Pittsburgh Steelers Fourth Quarter Report, Part 2
By Ivan Cole
You can read the first portion of this report here.
Let’s get right to it…
What criteria would you apply to judging a successful, even great coach? Let
me suggest a few categories.
The most fundamental and straightforward metric of all. At the professional level coaches that do not win do not survive. Tomlin has just completed his 11th season as head coach. He has yet to have a losing season. He is one victory shy of Don Shula at a similar point in his career. He is also in the conversation with other Hall of Fame-caliber coaches such as John Madden and even Vince Lombardi in terms of this metric. This was his best season in terms of record.
What undercuts especially successful coaches over time is an unwillingness to adapt to the evolution of the game. This is understandable given that in most cases the foundation for success has often been a consistent, even stubborn adherence to certain fundamental methods. But, citing just one of many potential examples, as noted in the last section, there was a time when the Steelers could thrive relying solely on draft picks and UDFAs. Pittsburgh is now mastering a blended strategy of draftees/udfa, limited mid-to-upper level free agents and some developmental projects.
But the most dramatic change is on the field. Gone is the Neanderthal, but brutally efficient offense that defined Steeler football, as well as the accompanying fire zone defense; a change so dramatic it made James Harrison obsolete overnight.
Some will argue that the Steelers are involved in tight games that they should be winning more comfortably. Even if true, they are, nonetheless, winning. Not as many complaints about clock management lately. How can there be? Nine games were decided by seven points or less, several in the last minute or overtime, and only two were losses.
Ryan Shazier (catastrophic injury), Ben Roethlisberger (retirement talk), Le’Veon Bell (holdout), Antonio Brown, Martavis Bryant and James Harrison (tantrums), the anthem controversy, Al Riveron, playing ten of last eleven games on national platforms, most in primetime, and one away game on Christmas. Did I mention they tied for the best record in the league?
Keeping the team.
Losing the team is often the kiss of death for many failing coaches. Not an easy a task on the professional level as some might think. Probably closer to herding cats than is comfortable.
Three things strike me as supporting this. First, Tomlin’s bold, very public assertion concerning the quality and destiny of his team which, unlike his ‘unleash hell’ remarks in 2009, have played out as accurate. Whether he was merely reciting a truth or issuing a challenge to back his play isn’t known, but doesn’t matter since both reflect a huge vote of confidence.
Second is the ongoing questioning of Tomlin’s leadership generated by some media and a fan faction, while the reviews from players and fellow professionals have unfailingly positive.
Finally, the reaction of Steelers players to the Harrison controversy is noteworthy. And can’t let the subject go without pointing out that with the notable and significant exception of Ben, they are all, both those ‘born’ or ‘adopted’ by the Steelers, Tomlin’s players.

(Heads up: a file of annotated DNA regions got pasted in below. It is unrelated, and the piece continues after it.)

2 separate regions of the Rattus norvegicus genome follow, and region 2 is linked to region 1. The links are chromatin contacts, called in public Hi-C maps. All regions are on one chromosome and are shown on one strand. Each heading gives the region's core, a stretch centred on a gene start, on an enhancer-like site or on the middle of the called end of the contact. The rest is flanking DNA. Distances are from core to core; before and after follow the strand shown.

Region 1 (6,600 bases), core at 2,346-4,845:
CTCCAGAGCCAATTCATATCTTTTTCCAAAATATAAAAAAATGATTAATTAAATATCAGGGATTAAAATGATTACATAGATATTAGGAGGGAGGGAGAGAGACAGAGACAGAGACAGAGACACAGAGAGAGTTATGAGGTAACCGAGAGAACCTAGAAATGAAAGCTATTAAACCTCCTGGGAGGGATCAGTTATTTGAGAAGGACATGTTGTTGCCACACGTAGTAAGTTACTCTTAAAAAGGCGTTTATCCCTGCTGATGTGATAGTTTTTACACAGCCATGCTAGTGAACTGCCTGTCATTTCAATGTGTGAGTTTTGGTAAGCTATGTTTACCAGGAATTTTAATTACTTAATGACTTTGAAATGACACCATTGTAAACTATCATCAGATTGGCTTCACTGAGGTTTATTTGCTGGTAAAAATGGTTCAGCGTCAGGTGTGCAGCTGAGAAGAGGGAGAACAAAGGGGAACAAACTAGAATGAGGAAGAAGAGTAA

One of the most significant areas of vulnerability for this team, particularly relative to teams like the Patriots, is little championship experience in the player ranks. With the departure of Harrison, the only active players who have been part of a championship team are Ben and William Gay.
There is plenty of managerial and institutional support in this regard, but I believe it is difficult to understate the importance of peer leadership, particularly as they head into increasingly uncharted territory. In this sense, the loss of Shazier has a double impact in that he may be missed as much in the locker room as on the field.
I can’t know for certain since I am not there, but the following appear to be the tip of the spear in team leadership that have helped this team keep focused and on an even keel throughout the regular season and, hopefully a successful run in the playoffs: Maurkice Pouncey, Ben, Ramon Foster, Darrius Heyward-Bey, Cameron Heyward, Shazier, Vince Williams, Mike Mitchell, Robert Golden, William Gay, Arthur Moats, and Stephon Tuitt. Likely emerging leaders: Tyler Matakevich, Al Villanueva, T.J. Watt, JuJu Smith-Schuster, Bud Dupree, Roosevelt Nix, Anthony Chickillo.
A few years ago, Art Rooney II stated in one of those low key, but oh-so-revealing end of the year sit-downs with Missy Matthews and Bob Labriola that one of the team goals going forward was to get a better handle on the injury situation which had been devastating the team season after season. You might have thought such a statement strange and fanciful because it is the common belief that injuries are unavoidable (true, imo), and subject in most cases to bad luck (not necessarily).
The Steelers have now completed the second season where the general rate of injuries, and particularly those of the season-ending variety, have been way down. This is seemingly a bizarre assertion considering what happened to Ryan Shazier, but beyond him what season-ending injuries, or those requiring surgery, have there been? James Connor, and…? Entering the playoffs, it appears that besides Connor, Shazier and probably B.J. Finney the team will be fully loaded. In the past there may have been that many scratches from one position group.
To be continued…